On Sugarcane Revival, she’s performed the admirable feat of squeezing out sparks all along this journey, and also roping in enough uptown grooves to make an album that can appeal to everyone — kind of like if Laura Nyro had been roommates with Carole King and Bonnie Raitt on Decatur Street in the French Quarter during the ‘70s. These are songs that matter, and show just how resilient a spirit Beth McKee has. Not only that, but she wrote every one of them, sometimes with help but often alone. There isn’t anyone else in her league at present, and she gives bright hope the South really will do it again. 


Another Review by Americana Music Show host Calvin Powers


The album was released May 16, at the Swamp Sistas La La in Orlando, Fl the 6th Swamp Sista La La Beth has presented to date. The La La is a creole tradition where musicians gather, friends dance and folks give what they can for a common cause. Beth hosts La Las to raise funds and awareness for fighting local hunger with good, nutritious food.


The new material moves away from honky-tonk into highly elevated mood pieces with Gothic lyrical touches.  Jim Abbott  Orlando Sentinel.

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Beth was chosen as a finalist in the Second Annual NewSong LEAF Singer-Songwriter competition.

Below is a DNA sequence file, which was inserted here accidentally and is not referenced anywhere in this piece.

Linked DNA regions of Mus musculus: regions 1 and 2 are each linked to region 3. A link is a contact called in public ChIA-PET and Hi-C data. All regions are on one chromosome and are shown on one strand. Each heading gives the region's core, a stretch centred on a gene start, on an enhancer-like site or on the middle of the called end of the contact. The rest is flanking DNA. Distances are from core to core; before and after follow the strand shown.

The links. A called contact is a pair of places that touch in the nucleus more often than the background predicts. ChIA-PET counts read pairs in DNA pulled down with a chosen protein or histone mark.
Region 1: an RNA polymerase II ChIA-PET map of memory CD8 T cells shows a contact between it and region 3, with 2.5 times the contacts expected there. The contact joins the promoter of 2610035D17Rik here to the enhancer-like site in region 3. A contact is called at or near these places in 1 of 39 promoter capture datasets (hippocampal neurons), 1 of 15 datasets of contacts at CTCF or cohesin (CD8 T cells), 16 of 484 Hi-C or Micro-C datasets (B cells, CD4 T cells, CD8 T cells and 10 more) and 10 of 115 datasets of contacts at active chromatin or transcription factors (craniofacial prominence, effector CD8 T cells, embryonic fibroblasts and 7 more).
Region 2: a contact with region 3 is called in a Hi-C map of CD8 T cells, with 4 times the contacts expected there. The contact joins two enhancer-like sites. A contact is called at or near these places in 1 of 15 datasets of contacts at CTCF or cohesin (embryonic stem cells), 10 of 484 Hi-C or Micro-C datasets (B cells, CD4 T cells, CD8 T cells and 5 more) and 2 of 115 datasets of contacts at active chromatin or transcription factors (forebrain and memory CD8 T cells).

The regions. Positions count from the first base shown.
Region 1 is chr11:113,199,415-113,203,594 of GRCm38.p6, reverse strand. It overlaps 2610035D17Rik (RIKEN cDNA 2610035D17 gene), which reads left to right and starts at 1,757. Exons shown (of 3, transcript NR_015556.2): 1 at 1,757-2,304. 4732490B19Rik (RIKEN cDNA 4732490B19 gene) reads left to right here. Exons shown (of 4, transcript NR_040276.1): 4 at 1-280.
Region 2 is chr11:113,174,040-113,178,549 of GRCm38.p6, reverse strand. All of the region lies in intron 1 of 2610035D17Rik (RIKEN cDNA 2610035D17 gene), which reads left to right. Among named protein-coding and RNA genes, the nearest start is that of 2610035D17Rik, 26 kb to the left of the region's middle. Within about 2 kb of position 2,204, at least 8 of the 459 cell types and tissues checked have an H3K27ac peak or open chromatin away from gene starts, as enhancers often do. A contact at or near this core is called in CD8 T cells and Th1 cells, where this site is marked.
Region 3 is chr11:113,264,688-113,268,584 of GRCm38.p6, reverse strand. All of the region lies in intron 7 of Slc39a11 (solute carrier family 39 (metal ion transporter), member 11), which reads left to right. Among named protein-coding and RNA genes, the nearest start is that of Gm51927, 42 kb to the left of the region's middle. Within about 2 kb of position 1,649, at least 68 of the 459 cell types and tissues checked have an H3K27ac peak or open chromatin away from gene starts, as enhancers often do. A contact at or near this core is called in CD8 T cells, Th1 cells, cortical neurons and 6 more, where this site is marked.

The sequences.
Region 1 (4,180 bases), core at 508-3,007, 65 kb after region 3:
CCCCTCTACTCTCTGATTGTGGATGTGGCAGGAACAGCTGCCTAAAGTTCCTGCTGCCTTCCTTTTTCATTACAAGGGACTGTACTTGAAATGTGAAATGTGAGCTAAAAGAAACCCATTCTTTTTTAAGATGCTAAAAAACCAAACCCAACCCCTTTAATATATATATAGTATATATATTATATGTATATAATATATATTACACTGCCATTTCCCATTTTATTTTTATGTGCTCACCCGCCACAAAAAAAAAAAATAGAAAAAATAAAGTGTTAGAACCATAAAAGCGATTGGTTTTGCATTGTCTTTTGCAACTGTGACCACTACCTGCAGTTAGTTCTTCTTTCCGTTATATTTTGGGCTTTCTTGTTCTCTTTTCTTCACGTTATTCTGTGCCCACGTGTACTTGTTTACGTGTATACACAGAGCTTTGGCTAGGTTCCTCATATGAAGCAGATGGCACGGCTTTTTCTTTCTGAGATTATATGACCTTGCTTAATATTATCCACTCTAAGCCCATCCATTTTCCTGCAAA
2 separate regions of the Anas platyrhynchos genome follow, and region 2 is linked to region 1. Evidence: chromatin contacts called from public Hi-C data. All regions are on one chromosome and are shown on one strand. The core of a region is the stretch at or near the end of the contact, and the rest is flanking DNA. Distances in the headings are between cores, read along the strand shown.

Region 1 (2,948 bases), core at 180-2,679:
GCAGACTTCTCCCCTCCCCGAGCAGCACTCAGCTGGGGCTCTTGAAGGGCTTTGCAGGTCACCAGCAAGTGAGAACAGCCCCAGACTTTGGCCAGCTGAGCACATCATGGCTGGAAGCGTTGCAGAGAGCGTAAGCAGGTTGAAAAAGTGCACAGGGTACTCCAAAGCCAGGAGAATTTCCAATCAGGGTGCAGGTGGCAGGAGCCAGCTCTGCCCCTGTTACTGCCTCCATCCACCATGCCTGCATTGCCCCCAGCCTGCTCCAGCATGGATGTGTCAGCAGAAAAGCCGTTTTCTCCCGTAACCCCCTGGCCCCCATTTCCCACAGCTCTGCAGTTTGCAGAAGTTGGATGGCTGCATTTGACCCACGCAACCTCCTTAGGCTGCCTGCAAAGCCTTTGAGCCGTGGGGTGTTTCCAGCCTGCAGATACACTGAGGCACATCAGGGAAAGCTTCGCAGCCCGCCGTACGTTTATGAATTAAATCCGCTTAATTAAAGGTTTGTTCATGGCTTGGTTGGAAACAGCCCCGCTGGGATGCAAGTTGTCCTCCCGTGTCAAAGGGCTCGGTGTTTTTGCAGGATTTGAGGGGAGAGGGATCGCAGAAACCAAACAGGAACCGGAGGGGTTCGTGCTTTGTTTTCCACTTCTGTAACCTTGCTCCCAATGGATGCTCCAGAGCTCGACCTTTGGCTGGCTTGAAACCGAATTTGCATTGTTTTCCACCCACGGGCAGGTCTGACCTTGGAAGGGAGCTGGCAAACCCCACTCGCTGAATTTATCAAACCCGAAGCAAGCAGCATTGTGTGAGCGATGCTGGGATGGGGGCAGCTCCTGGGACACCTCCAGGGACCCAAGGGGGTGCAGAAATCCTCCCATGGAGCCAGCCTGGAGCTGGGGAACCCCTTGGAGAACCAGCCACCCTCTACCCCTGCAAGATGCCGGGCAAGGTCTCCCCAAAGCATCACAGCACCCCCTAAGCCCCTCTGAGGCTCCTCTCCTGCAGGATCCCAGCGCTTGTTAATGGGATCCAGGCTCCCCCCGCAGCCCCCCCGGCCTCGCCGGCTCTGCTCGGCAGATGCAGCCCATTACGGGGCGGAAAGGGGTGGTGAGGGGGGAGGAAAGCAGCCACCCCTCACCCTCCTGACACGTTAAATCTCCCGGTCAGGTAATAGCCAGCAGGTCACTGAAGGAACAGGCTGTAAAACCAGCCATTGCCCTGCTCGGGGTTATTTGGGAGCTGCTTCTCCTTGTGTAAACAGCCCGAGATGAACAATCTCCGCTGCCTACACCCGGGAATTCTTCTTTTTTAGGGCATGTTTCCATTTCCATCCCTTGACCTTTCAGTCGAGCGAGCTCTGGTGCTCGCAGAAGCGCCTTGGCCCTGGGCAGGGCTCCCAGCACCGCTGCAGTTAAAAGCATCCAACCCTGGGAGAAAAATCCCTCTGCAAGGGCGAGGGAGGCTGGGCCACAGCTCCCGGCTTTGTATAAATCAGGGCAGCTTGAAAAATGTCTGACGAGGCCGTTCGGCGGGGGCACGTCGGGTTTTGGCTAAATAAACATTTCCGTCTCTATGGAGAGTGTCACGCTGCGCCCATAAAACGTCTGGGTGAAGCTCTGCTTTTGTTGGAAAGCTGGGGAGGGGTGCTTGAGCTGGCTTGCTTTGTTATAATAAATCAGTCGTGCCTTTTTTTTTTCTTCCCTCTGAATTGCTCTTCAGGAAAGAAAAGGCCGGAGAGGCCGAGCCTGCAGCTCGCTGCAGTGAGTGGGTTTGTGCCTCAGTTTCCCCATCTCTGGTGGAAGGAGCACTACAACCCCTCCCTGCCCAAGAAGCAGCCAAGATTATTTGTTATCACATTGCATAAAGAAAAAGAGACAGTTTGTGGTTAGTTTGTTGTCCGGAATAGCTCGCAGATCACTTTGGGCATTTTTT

Beth’s solo performance at the Timucua White House


Beth McKee is a singer and songwriter who hails from Jackson, Mississippi, but grew up all over the American South. She plays piano, organ, and accordion as well. Her music is deeply influenced by and steeped in the region’s rich musical heritage from blues and R&B to Cajun, rock & roll, zydeco, and soul. Her debut album, I’m That Way, was released in 2010. It showcased her abilities as a singer and instrumentalist. Comprised entirely of songs by Louisiana legend Bobby Charles, the self-released album was distributed by the veteran independent Burnside Records. McKee displayed an uncommon affinity for the material, perhaps due to her big, open-hearted, absolutely honest voice, and won audiences over while touring. By turns, her sophomore effort, Next to Nowhere, was a completely self-penned collection. Encouraged by her husband, drummer Juan PerezMcKee enlisted a group of friends and family as backing players (including guitarist Tommy Malone of the Subdudes) and released the set herself in early 2012. It garnered positive reviews nationally, and received considerable radio play on AAA and satellite radio.   THOM JUREK